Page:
not only to improve their basic motor functions and reasoning abilities, but
also to compensate for permanent loss of function. The goal is to help
clients have independent, productive, and satisfying lives.

Study the human mind and human behavior. Research psychologists investigate
the physical, cognitive, emotional, or social aspects of human behavior.
Psychologists in health service fields provide mental health care in hospitals,
clinics, schools, or private settings. Psychologists employed in applied settings,
such as business, industry, government, or nonprofit organizations, provide
training, conduct research, design organizational systems, and act as advocates
for psychology.

Special education teachers:
• Work with children and youths who have a variety of disabilities. A small
number of special education teachers work with students with severe
cases of mental retardation or autism, primarily teaching them life skills
and basic literacy. However, the majority of special education teachers
work with children with mild to moderate disabilities, using or modifying
the general education curriculum to meet the child’s individual needs.
Most special education teachers instruct students at the elementary,
middle, and secondary school level, although some work with infants and

Education Requirements for a Speech-Language Pathologist:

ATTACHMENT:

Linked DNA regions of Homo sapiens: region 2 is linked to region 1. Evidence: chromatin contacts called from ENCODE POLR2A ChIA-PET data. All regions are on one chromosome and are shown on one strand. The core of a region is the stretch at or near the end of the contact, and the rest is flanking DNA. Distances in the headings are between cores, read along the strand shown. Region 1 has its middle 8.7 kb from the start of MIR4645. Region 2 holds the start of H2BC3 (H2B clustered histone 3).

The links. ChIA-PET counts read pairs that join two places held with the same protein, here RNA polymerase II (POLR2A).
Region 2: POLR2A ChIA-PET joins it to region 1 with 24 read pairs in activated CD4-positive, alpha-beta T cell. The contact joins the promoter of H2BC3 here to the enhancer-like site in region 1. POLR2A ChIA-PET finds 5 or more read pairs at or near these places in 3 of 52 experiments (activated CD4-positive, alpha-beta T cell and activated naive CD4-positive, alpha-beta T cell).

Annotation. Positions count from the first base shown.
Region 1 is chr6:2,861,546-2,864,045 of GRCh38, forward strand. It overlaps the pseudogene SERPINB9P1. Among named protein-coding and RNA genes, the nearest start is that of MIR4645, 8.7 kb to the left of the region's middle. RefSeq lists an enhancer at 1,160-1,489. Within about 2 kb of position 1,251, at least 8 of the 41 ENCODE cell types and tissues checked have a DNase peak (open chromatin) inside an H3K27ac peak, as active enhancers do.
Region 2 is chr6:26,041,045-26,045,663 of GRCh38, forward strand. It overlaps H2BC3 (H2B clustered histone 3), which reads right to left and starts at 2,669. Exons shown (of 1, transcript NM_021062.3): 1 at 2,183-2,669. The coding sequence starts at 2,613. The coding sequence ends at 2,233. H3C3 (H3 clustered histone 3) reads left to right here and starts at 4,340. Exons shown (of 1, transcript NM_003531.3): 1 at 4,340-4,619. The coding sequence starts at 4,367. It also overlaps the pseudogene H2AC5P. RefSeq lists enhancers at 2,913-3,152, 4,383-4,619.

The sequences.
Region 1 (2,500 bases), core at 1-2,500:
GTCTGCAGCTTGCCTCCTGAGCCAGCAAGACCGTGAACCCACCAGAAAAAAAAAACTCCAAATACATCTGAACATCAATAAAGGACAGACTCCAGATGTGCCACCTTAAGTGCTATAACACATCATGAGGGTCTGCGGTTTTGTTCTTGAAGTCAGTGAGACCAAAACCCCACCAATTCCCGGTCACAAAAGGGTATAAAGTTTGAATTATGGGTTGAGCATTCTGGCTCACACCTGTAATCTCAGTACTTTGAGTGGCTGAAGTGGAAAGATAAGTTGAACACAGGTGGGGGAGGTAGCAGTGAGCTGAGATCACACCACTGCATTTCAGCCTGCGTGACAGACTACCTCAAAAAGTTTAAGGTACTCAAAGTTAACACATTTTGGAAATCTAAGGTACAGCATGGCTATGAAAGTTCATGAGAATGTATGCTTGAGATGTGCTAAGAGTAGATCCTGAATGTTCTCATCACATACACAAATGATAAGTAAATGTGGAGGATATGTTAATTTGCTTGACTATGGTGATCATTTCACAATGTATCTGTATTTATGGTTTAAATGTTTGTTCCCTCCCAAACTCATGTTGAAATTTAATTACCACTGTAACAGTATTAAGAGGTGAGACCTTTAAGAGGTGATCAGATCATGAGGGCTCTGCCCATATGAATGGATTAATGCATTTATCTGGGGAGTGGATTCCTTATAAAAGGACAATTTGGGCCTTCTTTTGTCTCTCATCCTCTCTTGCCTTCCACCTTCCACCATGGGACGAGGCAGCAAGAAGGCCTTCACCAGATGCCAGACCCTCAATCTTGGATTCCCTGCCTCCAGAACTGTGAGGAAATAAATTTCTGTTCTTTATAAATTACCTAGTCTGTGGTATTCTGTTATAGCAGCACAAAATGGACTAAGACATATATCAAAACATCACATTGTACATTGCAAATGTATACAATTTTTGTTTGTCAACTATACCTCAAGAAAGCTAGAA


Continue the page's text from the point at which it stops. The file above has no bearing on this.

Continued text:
In order to become an SLP, a bachelor’s and master’s degree is required from an
accredited university by the Council on Academic Accreditation in Audiology and
Speech-Language Pathology. Within each graduate program, students are
expected to complete a total of 400 training hours; 25 of which are observation
and 375 hours in direct clinical contact. Only upon completion of a graduate
program can you then apply for state licensure and begin the process for earning
the Certificate of Clinical Competence (CCC) from the American Speech and
Hearing Association (ASHA).

According to ASHA, ASHA Certification is defined as a voluntary credential that
verifies an individual’s achievement of rigorous, uniform, and validated standards
that are nationally recognized.

Certification from the American Speech and Hearing Association
Upon completion of an accredited graduate program (which includes all academic
coursework and clinical practicum requirements), the student enters the Clinical
Fellowship (CF) period. This period is completed under a licensed and certified
Speech-Language Pathologist in the setting of their choice for a period of 36
weeks of full-time clinical practice. In addition, applicants for certification must
successfully pass an examination in Speech-Language Pathology. Upon
completion of CF, the applicant can then complete the necessary paperwork to
obtain their Certificate of Clinical Competence (CCC).

State Licensing
ASHA defines State Licensure as a mandatory credential that grants permission
to practice in a particular state. Each state may differ in their requirements.
State Licensing Laws in Connecticut require a Speech-Pathologist to have:
• a Master’s degree in Speech-Language Pathology is required from an
accredited university
• completion of 36 weeks and 1,080 hours of full-time or a minimum of 48
weeks and 1,440 hours of part-time employment under the supervision of
a licensed speech-language pathologist or audiologist
• passing of written examination

Maintaining Certification and Licensure
Once ASHA CCC’s are obtained, SLPs are required to maintain their certification.
An SLP must accumulate 30 contact hours of professional development over the
3-year period by attending conferences/seminars, independent study or
attending university courses. Each individual state may also require a certain
amount of professional development hours to maintain licensure.